May 20, 2003
Lithuanian Food of The Day 1
Lithuanian food of the day 1
Today's entries are not really Lithuanian, but particular to Scandinavian Airlines, which for some reason is abbreviated SAS and their flight numbers are proceeded with "SK." Whatever.
On the flight from Chicago to Stockholm, the usual peanuts or pretzels at the beginning of the flight were replaced with what I can best describe as a bag of croutons. The "breakfast" consisted of a cup of yogurt and cold cuts. That is, two slices of cold ham and two slices of cold Swiss cheese. They get points for not pretending the breakfast is something more than it is (think American Airlines and their "omelettes.")
This is the first flight I've been on where the default language of the staff is not English. I'm still not sure what they were speaking (I don't think there's a universal Scandinavian language..I would guess it was Swedish but it sounded more German than Swedish to my untrained ears). Much of the Scandinavian Airlines aesthetic is adorable. For example, the sugar packet they give you is plain white with this printed on it:
"imagine if it snowed sugar
it would look like snow,
but a lot more people
would be eating out."
The salt and pepper packets say:
"if you want salt
on your meal,
don't cry -
use this package"
"imagine of the oceans
of the world
instead of salt, well...
I threw away the first S&P packet they gave me and it turns out that they have different phrases written on them. The pepper was something like, 'pepper is considered a gift from the east. The word "gift" in Swedish means poison -- don't let that stop you from using this.'
The after-dinner snack was a bag of adorable little candies called "bilar." What's with the Scandinavians and lack of capital letters? Maybe it's the whole bauhaus thing..that's the extent of my knowledge of the bauhaus movement right there.
The Stockholm airport, at least Pier F, is totally IKEA. I want to see more of Sweden some day but for now I'm convinced that IKEA both represents and controls the entire country's decor.
The flight from Stockholm to Vilnius is on a turboprop, and we boarded it by riding a bus from the terminal to the some remote part of the tarmac, then walking up the plane's steps. I felt like the president. President of what?
I've been on a propeller plane exactly once -- a local air show had $20 rides in a Cessna-like plane. This was the first time either my brother or I flew in a plane, and would be the only time for years. There was only room for one person besides the pilot so we took separate turns. I was pretty terrified because, well, I'd never flown before and I had no idea what to expect. After we took off the pilot said something about how my door wasn't closed properly and so he leans across me to open and close the door. Twice. All the while I'm staring through the sliver that opens up between door and fuselage with a mix of fear and awe. I barely remember anything else from that short flight, but it was sweet of our parents to let us take the flights, especially trusting the unknown hobbyist pilot with their kids.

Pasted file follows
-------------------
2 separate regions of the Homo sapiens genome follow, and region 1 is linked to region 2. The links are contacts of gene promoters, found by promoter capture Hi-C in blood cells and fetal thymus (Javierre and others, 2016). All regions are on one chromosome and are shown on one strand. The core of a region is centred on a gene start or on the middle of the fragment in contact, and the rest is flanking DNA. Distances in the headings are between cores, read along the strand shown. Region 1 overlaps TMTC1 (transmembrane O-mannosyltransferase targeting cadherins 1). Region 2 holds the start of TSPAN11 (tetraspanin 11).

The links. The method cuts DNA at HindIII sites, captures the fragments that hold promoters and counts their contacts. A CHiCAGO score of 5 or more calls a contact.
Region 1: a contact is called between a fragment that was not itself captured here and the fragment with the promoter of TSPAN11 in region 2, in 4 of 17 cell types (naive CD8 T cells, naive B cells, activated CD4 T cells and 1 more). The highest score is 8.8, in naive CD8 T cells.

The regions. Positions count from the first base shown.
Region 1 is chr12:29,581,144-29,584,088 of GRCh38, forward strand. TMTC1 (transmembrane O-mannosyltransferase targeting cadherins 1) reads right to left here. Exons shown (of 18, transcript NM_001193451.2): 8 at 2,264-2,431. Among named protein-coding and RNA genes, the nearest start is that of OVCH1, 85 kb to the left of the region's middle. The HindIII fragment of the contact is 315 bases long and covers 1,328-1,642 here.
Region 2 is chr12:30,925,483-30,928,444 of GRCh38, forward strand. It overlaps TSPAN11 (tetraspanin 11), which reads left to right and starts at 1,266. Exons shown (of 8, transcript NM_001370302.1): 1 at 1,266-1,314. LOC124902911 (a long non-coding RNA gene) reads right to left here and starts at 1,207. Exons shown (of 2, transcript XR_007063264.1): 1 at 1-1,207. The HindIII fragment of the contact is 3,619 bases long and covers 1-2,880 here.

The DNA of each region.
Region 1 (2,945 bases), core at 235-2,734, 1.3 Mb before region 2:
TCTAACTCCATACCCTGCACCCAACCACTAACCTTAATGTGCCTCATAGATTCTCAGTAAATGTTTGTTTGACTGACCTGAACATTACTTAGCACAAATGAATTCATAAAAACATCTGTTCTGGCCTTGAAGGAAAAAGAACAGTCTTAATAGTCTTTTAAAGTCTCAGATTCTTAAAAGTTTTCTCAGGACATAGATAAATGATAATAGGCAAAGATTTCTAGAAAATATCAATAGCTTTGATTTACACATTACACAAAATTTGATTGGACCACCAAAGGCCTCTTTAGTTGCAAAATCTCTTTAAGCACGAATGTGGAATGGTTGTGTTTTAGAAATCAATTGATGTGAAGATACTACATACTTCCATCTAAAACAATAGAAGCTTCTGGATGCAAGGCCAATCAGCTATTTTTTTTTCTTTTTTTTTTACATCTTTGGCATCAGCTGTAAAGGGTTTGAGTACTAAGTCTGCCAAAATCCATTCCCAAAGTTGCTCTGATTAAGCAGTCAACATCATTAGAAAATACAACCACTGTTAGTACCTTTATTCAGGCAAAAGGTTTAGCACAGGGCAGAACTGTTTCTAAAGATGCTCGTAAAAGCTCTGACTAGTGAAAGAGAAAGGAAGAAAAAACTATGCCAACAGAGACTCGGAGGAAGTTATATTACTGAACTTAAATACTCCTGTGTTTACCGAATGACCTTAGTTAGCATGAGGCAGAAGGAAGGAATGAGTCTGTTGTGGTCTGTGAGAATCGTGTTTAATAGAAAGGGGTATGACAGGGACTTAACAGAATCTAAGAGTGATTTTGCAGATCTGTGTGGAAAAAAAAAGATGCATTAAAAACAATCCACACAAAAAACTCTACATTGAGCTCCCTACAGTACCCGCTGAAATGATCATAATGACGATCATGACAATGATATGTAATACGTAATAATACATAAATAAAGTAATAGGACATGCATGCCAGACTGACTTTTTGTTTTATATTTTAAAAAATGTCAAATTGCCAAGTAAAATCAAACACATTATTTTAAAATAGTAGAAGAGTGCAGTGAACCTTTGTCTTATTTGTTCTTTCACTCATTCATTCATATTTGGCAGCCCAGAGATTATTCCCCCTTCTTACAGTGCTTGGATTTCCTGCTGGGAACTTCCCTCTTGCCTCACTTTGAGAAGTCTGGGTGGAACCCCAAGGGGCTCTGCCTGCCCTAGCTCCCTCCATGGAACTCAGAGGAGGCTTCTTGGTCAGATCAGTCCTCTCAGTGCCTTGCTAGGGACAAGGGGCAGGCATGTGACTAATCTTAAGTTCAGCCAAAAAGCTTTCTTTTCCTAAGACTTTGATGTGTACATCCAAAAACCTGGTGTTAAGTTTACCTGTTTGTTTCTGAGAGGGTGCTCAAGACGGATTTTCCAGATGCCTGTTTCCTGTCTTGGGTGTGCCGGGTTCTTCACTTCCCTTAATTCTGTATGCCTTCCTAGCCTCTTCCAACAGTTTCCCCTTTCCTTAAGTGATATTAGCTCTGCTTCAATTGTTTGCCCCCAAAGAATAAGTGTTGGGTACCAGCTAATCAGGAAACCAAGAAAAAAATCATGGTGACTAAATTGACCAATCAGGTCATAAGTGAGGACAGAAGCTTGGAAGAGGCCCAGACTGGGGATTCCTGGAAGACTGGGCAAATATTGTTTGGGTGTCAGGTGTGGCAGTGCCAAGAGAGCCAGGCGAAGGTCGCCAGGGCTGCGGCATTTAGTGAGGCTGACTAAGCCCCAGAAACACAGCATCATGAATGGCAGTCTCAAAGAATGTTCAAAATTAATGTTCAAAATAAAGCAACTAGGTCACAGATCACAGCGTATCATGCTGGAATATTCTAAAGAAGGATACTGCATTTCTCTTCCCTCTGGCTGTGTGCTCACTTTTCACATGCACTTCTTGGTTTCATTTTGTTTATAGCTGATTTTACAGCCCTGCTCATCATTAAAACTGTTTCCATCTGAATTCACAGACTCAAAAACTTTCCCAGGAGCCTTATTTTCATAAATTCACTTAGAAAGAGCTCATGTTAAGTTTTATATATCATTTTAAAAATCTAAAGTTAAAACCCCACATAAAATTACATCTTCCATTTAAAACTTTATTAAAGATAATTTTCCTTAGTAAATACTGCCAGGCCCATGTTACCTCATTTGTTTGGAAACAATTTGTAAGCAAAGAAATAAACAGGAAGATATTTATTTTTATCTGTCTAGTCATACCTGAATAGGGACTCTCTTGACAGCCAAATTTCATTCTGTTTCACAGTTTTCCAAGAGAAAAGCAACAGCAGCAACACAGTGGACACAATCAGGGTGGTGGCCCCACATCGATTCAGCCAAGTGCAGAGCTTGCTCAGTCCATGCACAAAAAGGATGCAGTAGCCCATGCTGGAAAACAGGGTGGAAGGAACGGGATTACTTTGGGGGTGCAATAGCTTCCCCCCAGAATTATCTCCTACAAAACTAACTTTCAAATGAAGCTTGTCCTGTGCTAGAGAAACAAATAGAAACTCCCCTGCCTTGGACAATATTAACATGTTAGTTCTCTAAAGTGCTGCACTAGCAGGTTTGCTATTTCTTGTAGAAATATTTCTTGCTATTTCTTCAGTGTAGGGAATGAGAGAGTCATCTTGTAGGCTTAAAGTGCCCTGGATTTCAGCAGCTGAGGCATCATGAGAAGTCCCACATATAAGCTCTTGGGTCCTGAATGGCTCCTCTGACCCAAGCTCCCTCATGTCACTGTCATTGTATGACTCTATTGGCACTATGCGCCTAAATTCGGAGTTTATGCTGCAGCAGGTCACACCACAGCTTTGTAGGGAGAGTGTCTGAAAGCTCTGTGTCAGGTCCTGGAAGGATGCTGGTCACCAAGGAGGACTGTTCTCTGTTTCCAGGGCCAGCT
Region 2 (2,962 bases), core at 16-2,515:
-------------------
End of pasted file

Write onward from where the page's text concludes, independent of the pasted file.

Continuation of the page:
So anyway, the lunch on the flight to Vilnius (we're half and hour into it) revolves around a chunky wheat bread sandwich containing lettuce and some unidentifiable "spread." It seems to contain mayo, bits of something that looks like parsley, maybe chopped bacon or ham, and some vegetable that looks like diced potatoes but has the consistency of uncooked diced potatoes. In addition to the sandwich is a teeny 15cl can of pop and a plastic tub of "blackcurrant drink." Containing 20% real blackcurrant juice! My dad's a big fan of (red) currant jelly so I drank it for him. Not bad.
OK, the stewardess just Lysolled the cabin, front to back.
I got a tonic water for the first time and DAMN that stuff is nasty. I'll take blackcurrant drink over tonic water any day of the week. "Soft drink contains quinine" indeed.
The mens bathroom in the Vilnius airport contains some non-Western toilets and some "handicap" stalls that a normal person can't fit into. When the taxi driver was loading our bags his counterpart apparently said, in Russian, "OK, time to rip these guys off!" One of our crew is originally from Belarus and he finds it convenient to keep his knowledge of Russian secret -- both to avoid anti-Russian sentiments here and so he can overhear those who speak Russian in our presence.
The hotel features ethernet-based internet access that is slower than dialup in the States, and the whole hotel was without hot water until about 3:30pm, when half of us got hot water back. The other half will be borrowing our showers tonight.
Our early dinner was rather uneventful besides the numerous people who decided that we looked like easy people from whom to beg money. The secret knowledge of Russian came in handy again here (after the fact). After dinner we met up with the English contingent, who proceeded to plow through five four-liter "graduated cylinders" of beer before anybody ordered their dinner. We left once they finally did order to pursue much-needed Zs.
Until tomorrow..Posted at May 20, 2003 09:30 PM, Categories: Beardcore